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Amtrak wraps up Great Hall restoration at Chicago Union Station

The Great Hall's centerpiece is its 219-foot-long skylight that soars 115 feet above the floor.
Photo – Amtrak


A $22 million restoration of the Great Hall at Chicago Union Station now is completed, Amtrak officials announced yesterday.

Funded by Amtrak, the project involved restoring the hall's skylight, improving lighting and repainting the interior in its original colors.

Berglund Construction and architect Goettsch Partners devised a solution to maintain the hall's usage by using a suspended working deck for most of the past 12 months. The hall's iconic skylight had been obscured by the deck until the last several days, Amtrak officials said in a press release.

The Great Hall's centerpiece is its 219-foot-long skylight that soars 115 feet above the floor. It had deteriorated due to flaws within the original design that led to water damage to the walls of iconic space and to the skylight itself, Amtrak officials said.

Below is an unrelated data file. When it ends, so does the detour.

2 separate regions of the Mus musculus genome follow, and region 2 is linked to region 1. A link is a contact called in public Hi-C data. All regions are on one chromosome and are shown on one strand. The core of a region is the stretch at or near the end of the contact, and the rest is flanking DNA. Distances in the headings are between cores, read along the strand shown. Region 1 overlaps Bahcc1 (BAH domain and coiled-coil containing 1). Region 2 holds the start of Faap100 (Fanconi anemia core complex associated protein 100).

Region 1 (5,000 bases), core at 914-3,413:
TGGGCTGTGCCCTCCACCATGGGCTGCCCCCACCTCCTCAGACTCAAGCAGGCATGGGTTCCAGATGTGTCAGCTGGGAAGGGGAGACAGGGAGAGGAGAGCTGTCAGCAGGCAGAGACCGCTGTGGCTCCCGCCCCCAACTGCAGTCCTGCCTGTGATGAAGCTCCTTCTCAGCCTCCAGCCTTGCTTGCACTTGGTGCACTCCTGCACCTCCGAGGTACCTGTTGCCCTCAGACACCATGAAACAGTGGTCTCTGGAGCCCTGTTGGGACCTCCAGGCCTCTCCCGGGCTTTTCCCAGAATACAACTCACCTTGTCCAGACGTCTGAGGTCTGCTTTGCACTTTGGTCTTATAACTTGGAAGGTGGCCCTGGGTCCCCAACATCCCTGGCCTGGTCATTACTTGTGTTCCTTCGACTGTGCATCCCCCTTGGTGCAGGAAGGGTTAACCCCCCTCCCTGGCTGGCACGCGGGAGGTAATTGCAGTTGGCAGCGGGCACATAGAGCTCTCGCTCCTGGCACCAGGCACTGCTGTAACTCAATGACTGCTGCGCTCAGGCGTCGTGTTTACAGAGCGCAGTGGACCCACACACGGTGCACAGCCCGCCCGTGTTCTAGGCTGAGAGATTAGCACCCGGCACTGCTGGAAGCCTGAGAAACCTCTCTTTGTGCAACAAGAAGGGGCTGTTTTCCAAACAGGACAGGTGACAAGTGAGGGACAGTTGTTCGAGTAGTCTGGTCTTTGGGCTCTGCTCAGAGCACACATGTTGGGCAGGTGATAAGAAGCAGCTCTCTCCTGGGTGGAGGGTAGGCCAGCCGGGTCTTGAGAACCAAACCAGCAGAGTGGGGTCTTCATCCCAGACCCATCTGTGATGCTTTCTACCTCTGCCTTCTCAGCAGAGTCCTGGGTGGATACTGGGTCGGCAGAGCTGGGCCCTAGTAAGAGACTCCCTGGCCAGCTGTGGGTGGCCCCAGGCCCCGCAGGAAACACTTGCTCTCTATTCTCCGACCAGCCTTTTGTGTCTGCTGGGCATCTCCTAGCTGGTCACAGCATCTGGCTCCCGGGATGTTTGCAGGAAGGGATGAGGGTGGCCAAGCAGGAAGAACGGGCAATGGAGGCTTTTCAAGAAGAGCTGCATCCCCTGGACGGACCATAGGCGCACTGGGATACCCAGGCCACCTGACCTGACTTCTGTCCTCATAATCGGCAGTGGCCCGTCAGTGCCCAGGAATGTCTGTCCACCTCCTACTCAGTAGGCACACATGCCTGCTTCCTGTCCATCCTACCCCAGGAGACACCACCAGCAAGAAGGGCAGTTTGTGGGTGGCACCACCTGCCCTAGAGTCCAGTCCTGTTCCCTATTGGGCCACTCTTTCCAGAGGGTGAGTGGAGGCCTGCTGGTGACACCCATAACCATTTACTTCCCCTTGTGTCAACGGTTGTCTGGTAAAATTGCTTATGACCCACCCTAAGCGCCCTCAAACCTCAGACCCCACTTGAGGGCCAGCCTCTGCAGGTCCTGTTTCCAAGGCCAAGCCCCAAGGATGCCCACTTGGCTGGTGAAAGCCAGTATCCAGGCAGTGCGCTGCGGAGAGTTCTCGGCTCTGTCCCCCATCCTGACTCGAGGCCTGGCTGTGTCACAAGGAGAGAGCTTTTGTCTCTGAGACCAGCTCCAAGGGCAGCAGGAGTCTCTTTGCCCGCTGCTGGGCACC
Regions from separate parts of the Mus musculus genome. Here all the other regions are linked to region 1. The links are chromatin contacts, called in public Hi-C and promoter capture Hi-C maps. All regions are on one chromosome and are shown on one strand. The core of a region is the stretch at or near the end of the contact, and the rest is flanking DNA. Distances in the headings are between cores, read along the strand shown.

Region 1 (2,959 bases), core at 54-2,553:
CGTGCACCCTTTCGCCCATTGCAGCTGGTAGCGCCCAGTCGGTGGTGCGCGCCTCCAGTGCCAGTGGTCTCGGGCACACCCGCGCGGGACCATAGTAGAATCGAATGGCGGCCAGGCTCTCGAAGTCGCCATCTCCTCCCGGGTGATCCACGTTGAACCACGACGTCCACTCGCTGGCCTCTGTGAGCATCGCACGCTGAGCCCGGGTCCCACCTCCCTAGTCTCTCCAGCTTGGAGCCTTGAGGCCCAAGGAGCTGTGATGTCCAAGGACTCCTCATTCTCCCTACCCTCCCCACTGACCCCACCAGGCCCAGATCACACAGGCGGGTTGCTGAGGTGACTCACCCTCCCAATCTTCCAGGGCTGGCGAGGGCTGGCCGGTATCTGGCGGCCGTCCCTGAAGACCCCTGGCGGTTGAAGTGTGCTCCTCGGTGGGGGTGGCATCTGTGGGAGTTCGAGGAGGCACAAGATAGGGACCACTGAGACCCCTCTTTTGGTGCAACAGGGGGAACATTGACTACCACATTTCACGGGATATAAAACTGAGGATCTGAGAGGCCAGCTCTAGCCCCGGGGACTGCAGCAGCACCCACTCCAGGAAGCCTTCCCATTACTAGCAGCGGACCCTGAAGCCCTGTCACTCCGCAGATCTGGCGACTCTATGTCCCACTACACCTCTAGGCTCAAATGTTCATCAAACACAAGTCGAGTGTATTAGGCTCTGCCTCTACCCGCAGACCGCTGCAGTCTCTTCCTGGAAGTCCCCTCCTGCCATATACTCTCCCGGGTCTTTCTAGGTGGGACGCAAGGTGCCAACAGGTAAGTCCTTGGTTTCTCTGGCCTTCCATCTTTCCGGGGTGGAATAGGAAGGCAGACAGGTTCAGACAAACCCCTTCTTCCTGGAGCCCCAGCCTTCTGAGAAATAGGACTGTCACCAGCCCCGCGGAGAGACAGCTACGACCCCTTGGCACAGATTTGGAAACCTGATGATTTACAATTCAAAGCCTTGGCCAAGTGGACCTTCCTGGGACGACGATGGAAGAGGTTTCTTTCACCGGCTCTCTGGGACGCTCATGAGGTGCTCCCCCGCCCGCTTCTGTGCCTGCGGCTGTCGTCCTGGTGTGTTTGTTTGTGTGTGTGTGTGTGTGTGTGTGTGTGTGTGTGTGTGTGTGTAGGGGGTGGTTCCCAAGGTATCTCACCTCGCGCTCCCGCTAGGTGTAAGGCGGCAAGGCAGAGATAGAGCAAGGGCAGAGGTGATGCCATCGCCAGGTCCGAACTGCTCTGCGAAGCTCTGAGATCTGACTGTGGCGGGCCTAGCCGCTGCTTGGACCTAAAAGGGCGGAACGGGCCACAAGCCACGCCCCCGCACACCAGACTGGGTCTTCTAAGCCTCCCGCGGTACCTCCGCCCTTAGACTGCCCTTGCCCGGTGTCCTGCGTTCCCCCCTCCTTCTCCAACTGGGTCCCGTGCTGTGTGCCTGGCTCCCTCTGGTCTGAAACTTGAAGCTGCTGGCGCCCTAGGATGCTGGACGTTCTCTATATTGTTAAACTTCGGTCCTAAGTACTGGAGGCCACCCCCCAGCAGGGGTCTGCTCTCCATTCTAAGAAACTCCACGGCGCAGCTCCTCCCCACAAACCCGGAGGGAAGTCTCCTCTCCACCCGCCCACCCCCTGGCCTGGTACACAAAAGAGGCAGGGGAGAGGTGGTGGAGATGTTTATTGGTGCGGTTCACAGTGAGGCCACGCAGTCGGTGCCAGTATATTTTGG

A new elevator from Canal Street is now active, the first time there has been ADA-compliant access to the Great Hall from the west side of the street.

In addition, the Henry Hering figural statues representing day and night have been restored and will be illuminated, 24 ceiling chandeliers have been restored and re-hung, and 27 historic reproduction light fixtures have been installed.

"This work enhances our customer experience, with a much brighter and inviting Great Hall," said David Handera, Amtrak's vice president of stations, properties and accessibility.

Chicago Union Station serves 37.6 million Amtrak and Metra rail passengers annually. Completed in 1925, the station was designed by Daniel Burnham and successor firm Graham, Anderson, Probst & White.

Contact Progressive Railroading editorial staff.

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